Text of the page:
Good News: A Weekly Update from St Thomas—December 15, 2016
It’s still Advent! Despite what commercials, retail stores and the seemingly constant sale ads that keep showing up in emails, it is not Christmas yet. It is still Advent. It is still that time of preparation and waiting. Of course, this means there is still time to obsess about the perfect gifts, getting the shopping done, and all the last minute details. But there is also still time to reflect on the wonder and the beauty of this season, and all the memories that may arise. Over the last two weeks I have learned of the deaths of two women who were extraordinary figures in my life. One was my grandmother, Catherine Madeline Steinberg (known as Medeline to her friends and my grandfather, as Nana to me and her 15 grandchildren and several great and great-great grandchildren), who left this life at the age of 108. I am the oldest grandchild, and the bond we had was very special. She told me some time ago that she didn’t want to see another Christmas; that she had loved her life, but it was enough. She has had her wish fulfilled. There are so many memories of Christmases past: times that were good for our family, and times that were not so good. Memories that are joyful and sad all at once.
The other woman was The Rev. Dr Margaret Guenther, an extraordinary teacher and spiritual director, a woman of great wisdom, common sense and humor at the whole human endeavor. I met her later in her life – she did not enter seminary until after age 50 – first as a professor, and then as my spiritual director during the early years of my ministry. She was also the author of several books, and in her writing I could hear her speaking voice, sometimes whimsical, often thoughtful, always down to earth. She spoke often of our time together as “Two poor Christians, finding our way home together.”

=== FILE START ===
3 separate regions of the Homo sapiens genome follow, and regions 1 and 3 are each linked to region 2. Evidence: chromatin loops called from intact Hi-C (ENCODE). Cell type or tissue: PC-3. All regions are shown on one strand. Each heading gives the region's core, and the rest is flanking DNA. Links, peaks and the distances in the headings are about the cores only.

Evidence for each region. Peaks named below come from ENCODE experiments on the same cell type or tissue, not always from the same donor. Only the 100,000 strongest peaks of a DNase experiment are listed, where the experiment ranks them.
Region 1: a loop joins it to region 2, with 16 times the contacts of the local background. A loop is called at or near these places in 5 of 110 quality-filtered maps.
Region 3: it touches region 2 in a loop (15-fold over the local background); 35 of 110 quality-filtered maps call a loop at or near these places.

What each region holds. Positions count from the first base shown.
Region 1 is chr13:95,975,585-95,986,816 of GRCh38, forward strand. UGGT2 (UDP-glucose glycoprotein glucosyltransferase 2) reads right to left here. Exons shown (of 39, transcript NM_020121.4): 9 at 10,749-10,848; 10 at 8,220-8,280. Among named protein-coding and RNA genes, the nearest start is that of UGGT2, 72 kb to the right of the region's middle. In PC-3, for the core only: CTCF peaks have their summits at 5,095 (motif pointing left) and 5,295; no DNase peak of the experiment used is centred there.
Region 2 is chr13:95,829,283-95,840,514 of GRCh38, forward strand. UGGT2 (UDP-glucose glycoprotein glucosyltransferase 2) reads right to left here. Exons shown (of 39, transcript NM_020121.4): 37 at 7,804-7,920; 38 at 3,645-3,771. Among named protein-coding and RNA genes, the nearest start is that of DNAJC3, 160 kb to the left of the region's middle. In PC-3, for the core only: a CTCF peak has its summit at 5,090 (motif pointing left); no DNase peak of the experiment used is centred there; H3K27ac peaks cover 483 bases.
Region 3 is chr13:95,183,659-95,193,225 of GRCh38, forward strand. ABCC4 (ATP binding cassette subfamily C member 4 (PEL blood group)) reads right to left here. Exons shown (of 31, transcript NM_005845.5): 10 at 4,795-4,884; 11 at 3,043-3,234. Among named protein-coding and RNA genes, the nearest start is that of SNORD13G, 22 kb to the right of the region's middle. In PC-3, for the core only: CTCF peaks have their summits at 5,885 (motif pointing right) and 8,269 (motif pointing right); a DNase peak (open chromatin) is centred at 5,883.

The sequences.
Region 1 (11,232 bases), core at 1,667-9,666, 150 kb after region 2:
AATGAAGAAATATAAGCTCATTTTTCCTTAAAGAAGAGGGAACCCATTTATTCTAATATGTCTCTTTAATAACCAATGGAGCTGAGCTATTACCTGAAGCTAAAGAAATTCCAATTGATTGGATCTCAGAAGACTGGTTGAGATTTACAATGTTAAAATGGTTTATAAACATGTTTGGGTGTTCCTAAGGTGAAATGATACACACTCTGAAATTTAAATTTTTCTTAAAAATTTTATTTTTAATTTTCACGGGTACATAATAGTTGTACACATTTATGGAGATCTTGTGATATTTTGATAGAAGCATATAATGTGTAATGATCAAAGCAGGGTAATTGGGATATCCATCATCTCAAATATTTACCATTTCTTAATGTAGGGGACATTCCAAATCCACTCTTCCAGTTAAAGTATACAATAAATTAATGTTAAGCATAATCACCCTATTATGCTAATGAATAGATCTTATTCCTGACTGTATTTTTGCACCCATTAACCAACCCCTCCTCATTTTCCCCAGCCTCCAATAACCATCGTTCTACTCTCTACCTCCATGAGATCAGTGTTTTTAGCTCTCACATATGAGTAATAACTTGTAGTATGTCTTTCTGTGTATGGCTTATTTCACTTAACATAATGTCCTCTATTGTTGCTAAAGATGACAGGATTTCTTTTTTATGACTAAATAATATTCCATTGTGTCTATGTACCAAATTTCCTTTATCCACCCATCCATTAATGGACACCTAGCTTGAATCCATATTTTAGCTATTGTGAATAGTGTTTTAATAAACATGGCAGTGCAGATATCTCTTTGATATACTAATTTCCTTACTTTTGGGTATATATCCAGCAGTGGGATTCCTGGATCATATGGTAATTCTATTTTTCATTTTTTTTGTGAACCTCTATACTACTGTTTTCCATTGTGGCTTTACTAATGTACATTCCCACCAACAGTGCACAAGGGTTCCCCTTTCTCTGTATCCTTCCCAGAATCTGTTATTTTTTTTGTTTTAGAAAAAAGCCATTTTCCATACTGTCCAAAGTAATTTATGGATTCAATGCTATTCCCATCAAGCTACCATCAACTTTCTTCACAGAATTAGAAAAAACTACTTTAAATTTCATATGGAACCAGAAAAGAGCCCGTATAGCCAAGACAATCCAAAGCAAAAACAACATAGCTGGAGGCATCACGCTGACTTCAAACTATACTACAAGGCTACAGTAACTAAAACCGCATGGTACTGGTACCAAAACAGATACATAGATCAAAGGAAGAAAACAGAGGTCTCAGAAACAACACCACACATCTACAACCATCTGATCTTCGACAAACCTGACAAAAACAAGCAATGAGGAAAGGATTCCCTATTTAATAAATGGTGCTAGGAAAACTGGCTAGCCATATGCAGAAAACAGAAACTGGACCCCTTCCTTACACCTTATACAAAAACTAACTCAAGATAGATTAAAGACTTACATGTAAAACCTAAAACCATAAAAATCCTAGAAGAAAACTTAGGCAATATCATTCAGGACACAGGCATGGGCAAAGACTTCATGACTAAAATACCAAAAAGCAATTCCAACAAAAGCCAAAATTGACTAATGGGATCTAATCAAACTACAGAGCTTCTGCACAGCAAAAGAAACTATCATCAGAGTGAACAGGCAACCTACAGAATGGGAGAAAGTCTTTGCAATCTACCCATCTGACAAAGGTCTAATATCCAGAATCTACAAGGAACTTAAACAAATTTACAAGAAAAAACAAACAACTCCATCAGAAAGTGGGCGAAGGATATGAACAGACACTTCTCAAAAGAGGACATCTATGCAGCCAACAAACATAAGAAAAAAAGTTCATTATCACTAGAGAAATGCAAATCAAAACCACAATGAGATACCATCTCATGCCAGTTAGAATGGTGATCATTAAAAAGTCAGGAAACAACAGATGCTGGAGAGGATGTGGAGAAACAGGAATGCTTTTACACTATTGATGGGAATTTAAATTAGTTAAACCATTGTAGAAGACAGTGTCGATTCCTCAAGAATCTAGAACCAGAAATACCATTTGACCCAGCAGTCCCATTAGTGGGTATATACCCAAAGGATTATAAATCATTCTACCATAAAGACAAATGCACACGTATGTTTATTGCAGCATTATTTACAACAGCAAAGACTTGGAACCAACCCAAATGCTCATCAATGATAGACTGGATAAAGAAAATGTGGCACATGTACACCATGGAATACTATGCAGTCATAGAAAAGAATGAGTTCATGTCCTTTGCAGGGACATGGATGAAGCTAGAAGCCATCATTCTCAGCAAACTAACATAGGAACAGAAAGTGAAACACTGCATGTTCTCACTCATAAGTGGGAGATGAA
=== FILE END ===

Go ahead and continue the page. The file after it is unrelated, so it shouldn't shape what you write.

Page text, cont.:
And so we are – humans finding our way through this life, finding our way home. Along the way we have many companions – and we are companions to many. We learn from every relationship, and often we grieve the loss of those who impacted us most, and whose presence we miss, especially around holidays, and especially around Christmas. So, if you find it a little hard to find your “fa,la,la,la,la” sometimes, you are in good company.
One of the gifts of Advent is the invitation to take time: to be reflective about times past and experiences we have had; to remember those who have shared our lives in times past, and are no longer here; to think about events in our own lives this year that change our place or manner of celebrating Christmas.
This Sunday is the fourth Sunday of Advent. All four of the candles in the Advent wreath will be lit, reminding us of the light that has come into the world and continues to enter our hearts and lives. After this Sunday we will still have five days of Advent. May each of us find a bit of time to remember, reflect and give thanks to God for all the people who have touched our lives – and who have allowed us to touch theirs.
Let us pray:
Purify our conscience, Almighty God, by your daily visitation, that your Son Jesus Christ, at his coming, may find in us a mansion prepared for himself; who lives and reigns with you, in the unity of the Holy Spirit, one God, now and for ever. Amen.
Peace and blessing,